After making the trade that shook the hockey world over the summer, the Montreal Canadiens are glad to have rock-solid defenseman Shea Weber and goaltender Carey Price as they try to get back to the playoffs.
In June, the Canadiens traded flashy, risk-reward defenseman P.K. Subban to the Nashville Predators straight up for Weber, a steady presence on the blue line who could fit better with coach Michel Therrien's conservative style. Montreal is counting on Weber bringing his size, physicality, heavy shot and stability to bear in front of Price, arguably the best goalie in the world who's back after missing almost all of last season with a knee injury.
General manager Marc Bergevin said having the 6-foot-4, 236-pound Weber around makes a difference on and off the ice.
''He's a player that is very tough to play against - he's responsible and makes the opposing forwards' lives very difficult,'' Bergevin said. ''A team that brings in a player of Shea Weber's caliber, with his leadership, his presence and the way he is a real pro, your young players are going to benefit from his presence.''
No one benefits more from Weber's presence than Price, who won the Hart Trophy as MVP and Vezina Trophy as top goaltender in 2014-15 but injured his right knee Nov. 25 and hasn't played an NHL game since. While they were on the way to winning the World Cup of Hockey together for Canada, Price said of Weber: ''He's a big body and definitely makes it easier on me to see the puck. It's always good to have a man mountain in front of you.''
Weber was a ''man mountain'' in Nashville for 11 seasons, serving as captain for the past six. If anyone knows how much Price will enjoy Weber playing in front of him it's Predators goaltender Pekka Rinne, who thinks every GM would want someone like the 31-year-old defenseman on his team.
''There's not a similar player in the league who's as physical, as good of a shot, a big guy who can skate,'' Rinne said. ''I'm 100 percent sure that Carey's going to like to play behind Weber. He's a modern defenseman who's extremely tough in front of your net but also offensively he can do some damage.''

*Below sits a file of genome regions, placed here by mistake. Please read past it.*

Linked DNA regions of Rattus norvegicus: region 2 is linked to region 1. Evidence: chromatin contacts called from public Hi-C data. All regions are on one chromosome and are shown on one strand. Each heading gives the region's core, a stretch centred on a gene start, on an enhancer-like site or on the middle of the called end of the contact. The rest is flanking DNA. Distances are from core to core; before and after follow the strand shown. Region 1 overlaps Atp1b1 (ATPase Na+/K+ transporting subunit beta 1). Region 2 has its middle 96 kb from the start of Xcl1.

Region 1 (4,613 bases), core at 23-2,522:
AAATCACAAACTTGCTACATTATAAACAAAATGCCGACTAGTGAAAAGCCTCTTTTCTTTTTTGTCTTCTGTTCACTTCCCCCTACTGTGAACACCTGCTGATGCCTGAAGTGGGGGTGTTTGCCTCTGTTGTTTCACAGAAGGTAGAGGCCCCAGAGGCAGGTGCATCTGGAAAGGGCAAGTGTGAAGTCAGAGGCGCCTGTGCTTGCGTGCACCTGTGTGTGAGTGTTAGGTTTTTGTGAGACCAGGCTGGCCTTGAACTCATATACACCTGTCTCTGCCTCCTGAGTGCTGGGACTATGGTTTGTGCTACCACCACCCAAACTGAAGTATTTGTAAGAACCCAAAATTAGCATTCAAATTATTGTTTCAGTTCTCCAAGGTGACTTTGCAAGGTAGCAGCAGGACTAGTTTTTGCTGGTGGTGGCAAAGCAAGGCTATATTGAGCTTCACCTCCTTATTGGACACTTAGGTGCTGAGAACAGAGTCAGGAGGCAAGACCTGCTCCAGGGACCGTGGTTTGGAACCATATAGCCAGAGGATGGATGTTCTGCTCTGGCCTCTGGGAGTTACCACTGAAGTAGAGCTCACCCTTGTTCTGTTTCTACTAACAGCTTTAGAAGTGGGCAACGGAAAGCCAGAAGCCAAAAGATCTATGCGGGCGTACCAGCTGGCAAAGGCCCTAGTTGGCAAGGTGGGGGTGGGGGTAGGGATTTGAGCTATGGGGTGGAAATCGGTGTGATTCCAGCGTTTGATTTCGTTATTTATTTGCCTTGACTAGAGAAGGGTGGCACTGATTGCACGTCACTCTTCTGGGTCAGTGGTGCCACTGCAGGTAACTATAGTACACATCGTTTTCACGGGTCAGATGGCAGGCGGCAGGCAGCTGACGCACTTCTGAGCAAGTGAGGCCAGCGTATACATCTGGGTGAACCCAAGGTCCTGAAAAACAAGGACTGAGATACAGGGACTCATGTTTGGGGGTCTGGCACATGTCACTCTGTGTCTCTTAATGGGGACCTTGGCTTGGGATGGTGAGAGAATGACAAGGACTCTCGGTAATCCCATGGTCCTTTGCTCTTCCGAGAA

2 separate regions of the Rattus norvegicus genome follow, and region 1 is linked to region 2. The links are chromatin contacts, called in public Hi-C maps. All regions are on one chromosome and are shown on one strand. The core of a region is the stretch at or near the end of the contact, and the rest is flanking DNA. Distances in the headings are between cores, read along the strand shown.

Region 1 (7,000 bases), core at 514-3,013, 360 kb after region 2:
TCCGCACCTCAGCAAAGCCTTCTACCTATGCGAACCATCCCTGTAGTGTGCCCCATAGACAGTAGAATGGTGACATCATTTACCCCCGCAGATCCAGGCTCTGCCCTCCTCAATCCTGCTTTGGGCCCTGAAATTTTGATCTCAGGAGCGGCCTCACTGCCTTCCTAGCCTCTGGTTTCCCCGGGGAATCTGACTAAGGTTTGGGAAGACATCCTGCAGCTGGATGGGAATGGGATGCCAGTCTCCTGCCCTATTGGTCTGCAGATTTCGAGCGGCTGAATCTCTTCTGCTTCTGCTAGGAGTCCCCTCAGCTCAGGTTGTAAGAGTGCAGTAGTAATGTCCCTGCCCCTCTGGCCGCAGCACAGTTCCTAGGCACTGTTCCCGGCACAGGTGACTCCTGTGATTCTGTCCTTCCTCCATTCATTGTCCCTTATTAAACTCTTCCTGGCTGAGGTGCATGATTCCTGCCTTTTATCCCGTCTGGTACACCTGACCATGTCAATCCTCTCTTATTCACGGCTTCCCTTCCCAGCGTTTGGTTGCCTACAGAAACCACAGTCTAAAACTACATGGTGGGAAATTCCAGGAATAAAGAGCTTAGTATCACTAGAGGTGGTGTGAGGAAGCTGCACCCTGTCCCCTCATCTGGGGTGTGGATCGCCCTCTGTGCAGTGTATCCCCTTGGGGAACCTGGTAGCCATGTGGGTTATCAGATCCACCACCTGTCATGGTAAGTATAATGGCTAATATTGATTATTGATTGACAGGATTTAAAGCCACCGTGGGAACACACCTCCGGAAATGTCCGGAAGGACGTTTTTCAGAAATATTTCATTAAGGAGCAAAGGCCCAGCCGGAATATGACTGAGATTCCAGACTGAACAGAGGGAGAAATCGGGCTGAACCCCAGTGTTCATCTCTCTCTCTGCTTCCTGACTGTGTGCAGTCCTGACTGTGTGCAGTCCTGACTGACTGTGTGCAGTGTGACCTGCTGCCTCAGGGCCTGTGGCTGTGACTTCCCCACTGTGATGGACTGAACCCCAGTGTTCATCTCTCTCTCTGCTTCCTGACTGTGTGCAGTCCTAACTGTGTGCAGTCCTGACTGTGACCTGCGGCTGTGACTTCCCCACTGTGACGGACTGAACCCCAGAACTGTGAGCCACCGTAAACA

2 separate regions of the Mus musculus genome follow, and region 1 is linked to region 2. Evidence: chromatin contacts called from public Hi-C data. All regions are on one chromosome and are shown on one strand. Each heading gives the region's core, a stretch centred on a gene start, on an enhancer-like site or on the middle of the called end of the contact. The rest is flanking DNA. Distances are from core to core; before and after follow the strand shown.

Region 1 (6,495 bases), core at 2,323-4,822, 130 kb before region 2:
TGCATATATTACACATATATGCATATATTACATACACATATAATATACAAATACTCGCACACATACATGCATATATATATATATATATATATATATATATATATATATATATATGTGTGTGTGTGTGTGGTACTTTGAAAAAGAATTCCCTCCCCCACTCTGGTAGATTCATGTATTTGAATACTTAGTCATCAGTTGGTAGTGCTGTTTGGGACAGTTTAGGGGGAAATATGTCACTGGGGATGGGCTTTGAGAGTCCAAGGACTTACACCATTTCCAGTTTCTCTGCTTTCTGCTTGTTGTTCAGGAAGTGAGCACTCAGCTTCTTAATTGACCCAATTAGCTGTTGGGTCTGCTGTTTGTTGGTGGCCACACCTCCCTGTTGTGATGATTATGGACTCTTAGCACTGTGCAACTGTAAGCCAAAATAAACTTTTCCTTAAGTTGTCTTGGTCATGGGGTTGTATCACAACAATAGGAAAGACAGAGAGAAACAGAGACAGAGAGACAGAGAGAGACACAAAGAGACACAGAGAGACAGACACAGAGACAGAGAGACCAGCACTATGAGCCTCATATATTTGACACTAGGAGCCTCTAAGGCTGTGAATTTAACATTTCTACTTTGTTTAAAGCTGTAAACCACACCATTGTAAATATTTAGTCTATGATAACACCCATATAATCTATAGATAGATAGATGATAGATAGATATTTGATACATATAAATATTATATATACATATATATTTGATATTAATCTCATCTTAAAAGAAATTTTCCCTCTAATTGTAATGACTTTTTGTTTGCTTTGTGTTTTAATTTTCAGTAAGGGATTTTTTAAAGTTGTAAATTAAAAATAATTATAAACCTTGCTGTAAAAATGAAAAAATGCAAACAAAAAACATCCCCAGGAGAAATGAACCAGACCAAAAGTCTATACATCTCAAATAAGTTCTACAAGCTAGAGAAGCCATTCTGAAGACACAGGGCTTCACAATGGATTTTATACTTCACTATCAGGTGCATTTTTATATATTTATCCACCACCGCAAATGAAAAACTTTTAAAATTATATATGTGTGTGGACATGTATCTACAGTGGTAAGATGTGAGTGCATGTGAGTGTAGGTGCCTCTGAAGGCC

Weber and Subban are two drastically different players but had the same number of points last season. The key for Montreal is getting enough offense from captain Max Pacioretty, center Tomas Plekanec and others without sacrificing the solid play around Price that led to trips to the playoffs in 2013, 2014 and 2015.
Here are some other things to watch with the Canadiens this season:
PATCHING THINGS UP: If there was any kind of rift in the locker room between players last season when Subban was around or between Pacioretty and Therrien, now is the time to fix it. Pacioretty has the ''C,'' with Weber brought in as an alternate to help out, and this is his team to lead.
''I've spoken to players on the team and we're all on the same page,'' Pacioretty said. ''We're going to show this year that we're all on the same page - coaches, management, players.''
RADULOV FACTOR: The Canadiens took a risk in signing Alexander Radulov to a $5.75 million, one-year deal in the hopes the Russian winger can recapture past scoring prowess after the last four-plus seasons in the Kontinental Hockey League. This isn't like signing Alexander Semin for cheap a year ago, as Montreal needs Radulov to produce with that kind of salary-cap hit.
SANDPAPER SHAW: At the draft Montreal traded center Lars Eller to Washington and acquired versatile agitating forward Andrew Shaw from Chicago. Shaw is a pest who can hit, defend and also put up points, but most importantly he plays with the kind of edge the Canadiens have lacked in recent years.
THERRIEN'S WARM SEAT: Bergevin has doubled down on Therrien, even though his coaching style is old-school and counter to the NHL's trend of going smaller, faster and more offensive. Therrien can feel safe in his job unless the Canadiens miss the playoffs again.
BLUE LINE BLUES: After Weber, Montreal's blue line includes Jeff Petry, Nathan Beaulieu, Alexei Emelin, Andrei Markov and a handful of unheralded defensemen. Petry has the potential to get even better after an injury ended last season, but Montreal also needs more from Beaulieu and Emelin.
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